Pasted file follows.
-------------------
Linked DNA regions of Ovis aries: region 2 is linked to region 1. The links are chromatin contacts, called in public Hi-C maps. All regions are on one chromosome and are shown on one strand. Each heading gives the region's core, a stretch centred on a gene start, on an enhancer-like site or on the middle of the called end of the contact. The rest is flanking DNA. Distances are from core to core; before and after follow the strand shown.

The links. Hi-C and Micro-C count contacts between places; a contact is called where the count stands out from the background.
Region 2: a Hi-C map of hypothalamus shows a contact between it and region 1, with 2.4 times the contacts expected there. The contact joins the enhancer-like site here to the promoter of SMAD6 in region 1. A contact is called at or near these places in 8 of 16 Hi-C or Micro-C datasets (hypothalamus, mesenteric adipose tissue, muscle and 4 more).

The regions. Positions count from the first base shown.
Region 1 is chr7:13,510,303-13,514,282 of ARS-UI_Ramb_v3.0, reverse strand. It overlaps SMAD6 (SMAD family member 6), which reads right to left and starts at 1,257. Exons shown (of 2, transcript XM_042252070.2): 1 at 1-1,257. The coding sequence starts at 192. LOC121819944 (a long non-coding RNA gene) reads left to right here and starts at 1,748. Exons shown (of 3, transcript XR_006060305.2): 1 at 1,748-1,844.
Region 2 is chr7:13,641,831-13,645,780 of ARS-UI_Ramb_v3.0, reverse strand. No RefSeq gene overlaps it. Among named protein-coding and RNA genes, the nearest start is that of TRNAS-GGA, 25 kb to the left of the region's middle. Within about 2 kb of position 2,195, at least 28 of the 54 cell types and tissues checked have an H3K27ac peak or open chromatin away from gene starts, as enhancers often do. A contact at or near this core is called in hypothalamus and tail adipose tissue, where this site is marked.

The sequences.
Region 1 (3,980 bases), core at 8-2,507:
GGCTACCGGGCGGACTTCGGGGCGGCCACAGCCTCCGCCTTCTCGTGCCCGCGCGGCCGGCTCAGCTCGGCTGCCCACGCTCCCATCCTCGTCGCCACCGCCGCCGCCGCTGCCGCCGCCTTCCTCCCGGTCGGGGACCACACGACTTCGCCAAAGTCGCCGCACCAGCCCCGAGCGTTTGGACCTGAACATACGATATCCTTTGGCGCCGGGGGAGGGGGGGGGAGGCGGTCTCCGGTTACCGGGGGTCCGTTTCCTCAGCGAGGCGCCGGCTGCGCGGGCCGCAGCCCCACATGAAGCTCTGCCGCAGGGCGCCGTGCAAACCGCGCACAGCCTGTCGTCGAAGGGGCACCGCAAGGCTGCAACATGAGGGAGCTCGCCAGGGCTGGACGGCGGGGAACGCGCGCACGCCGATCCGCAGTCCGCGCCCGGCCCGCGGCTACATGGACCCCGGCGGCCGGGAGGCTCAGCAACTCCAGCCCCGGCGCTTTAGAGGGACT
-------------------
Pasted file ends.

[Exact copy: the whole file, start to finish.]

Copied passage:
Linked DNA regions of Ovis aries: region 2 is linked to region 1. The links are chromatin contacts, called in public Hi-C maps. All regions are on one chromosome and are shown on one strand. Each heading gives the region's core, a stretch centred on a gene start, on an enhancer-like site or on the middle of the called end of the contact. The rest is flanking DNA. Distances are from core to core; before and after follow the strand shown.

The links. Hi-C and Micro-C count contacts between places; a contact is called where the count stands out from the background.
Region 2: a Hi-C map of hypothalamus shows a contact between it and region 1, with 2.4 times the contacts expected there. The contact joins the enhancer-like site here to the promoter of SMAD6 in region 1. A contact is called at or near these places in 8 of 16 Hi-C or Micro-C datasets (hypothalamus, mesenteric adipose tissue, muscle and 4 more).

The regions. Positions count from the first base shown.
Region 1 is chr7:13,510,303-13,514,282 of ARS-UI_Ramb_v3.0, reverse strand. It overlaps SMAD6 (SMAD family member 6), which reads right to left and starts at 1,257. Exons shown (of 2, transcript XM_042252070.2): 1 at 1-1,257. The coding sequence starts at 192. LOC121819944 (a long non-coding RNA gene) reads left to right here and starts at 1,748. Exons shown (of 3, transcript XR_006060305.2): 1 at 1,748-1,844.
Region 2 is chr7:13,641,831-13,645,780 of ARS-UI_Ramb_v3.0, reverse strand. No RefSeq gene overlaps it. Among named protein-coding and RNA genes, the nearest start is that of TRNAS-GGA, 25 kb to the left of the region's middle. Within about 2 kb of position 2,195, at least 28 of the 54 cell types and tissues checked have an H3K27ac peak or open chromatin away from gene starts, as enhancers often do. A contact at or near this core is called in hypothalamus and tail adipose tissue, where this site is marked.

The sequences.
Region 1 (3,980 bases), core at 8-2,507:
GGCTACCGGGCGGACTTCGGGGCGGCCACAGCCTCCGCCTTCTCGTGCCCGCGCGGCCGGCTCAGCTCGGCTGCCCACGCTCCCATCCTCGTCGCCACCGCCGCCGCCGCTGCCGCCGCCTTCCTCCCGGTCGGGGACCACACGACTTCGCCAAAGTCGCCGCACCAGCCCCGAGCGTTTGGACCTGAACATACGATATCCTTTGGCGCCGGGGGAGGGGGGGGGAGGCGGTCTCCGGTTACCGGGGGTCCGTTTCCTCAGCGAGGCGCCGGCTGCGCGGGCCGCAGCCCCACATGAAGCTCTGCCGCAGGGCGCCGTGCAAACCGCGCACAGCCTGTCGTCGAAGGGGCACCGCAAGGCTGCAACATGAGGGAGCTCGCCAGGGCTGGACGGCGGGGAACGCGCGCACGCCGATCCGCAGTCCGCGCCCGGCCCGCGGCTACATGGACCCCGGCGGCCGGGAGGCTCAGCAACTCCAGCCCCGGCGCTTTAGAGGGACT